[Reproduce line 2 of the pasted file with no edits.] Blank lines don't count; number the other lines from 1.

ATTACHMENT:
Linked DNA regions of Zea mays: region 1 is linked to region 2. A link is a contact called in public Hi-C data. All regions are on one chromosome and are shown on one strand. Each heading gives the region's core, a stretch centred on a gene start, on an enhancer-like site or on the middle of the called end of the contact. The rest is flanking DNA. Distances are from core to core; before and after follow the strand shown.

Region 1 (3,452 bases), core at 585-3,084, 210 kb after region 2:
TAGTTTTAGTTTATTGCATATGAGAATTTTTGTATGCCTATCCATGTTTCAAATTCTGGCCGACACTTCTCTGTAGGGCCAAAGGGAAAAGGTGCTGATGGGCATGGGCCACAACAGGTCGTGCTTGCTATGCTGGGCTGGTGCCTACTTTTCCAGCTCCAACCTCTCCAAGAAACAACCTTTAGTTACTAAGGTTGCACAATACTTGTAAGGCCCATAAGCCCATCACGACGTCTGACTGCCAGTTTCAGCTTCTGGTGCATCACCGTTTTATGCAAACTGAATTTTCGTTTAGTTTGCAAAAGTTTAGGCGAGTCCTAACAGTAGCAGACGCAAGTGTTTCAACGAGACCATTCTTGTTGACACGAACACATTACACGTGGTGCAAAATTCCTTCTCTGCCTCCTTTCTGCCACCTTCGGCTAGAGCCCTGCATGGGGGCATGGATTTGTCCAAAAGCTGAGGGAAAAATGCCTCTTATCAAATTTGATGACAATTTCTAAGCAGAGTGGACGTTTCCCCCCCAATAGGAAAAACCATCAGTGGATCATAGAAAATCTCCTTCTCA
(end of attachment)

Region 1 (3,452 bases), core at 585-3,084, 210 kb after region 2: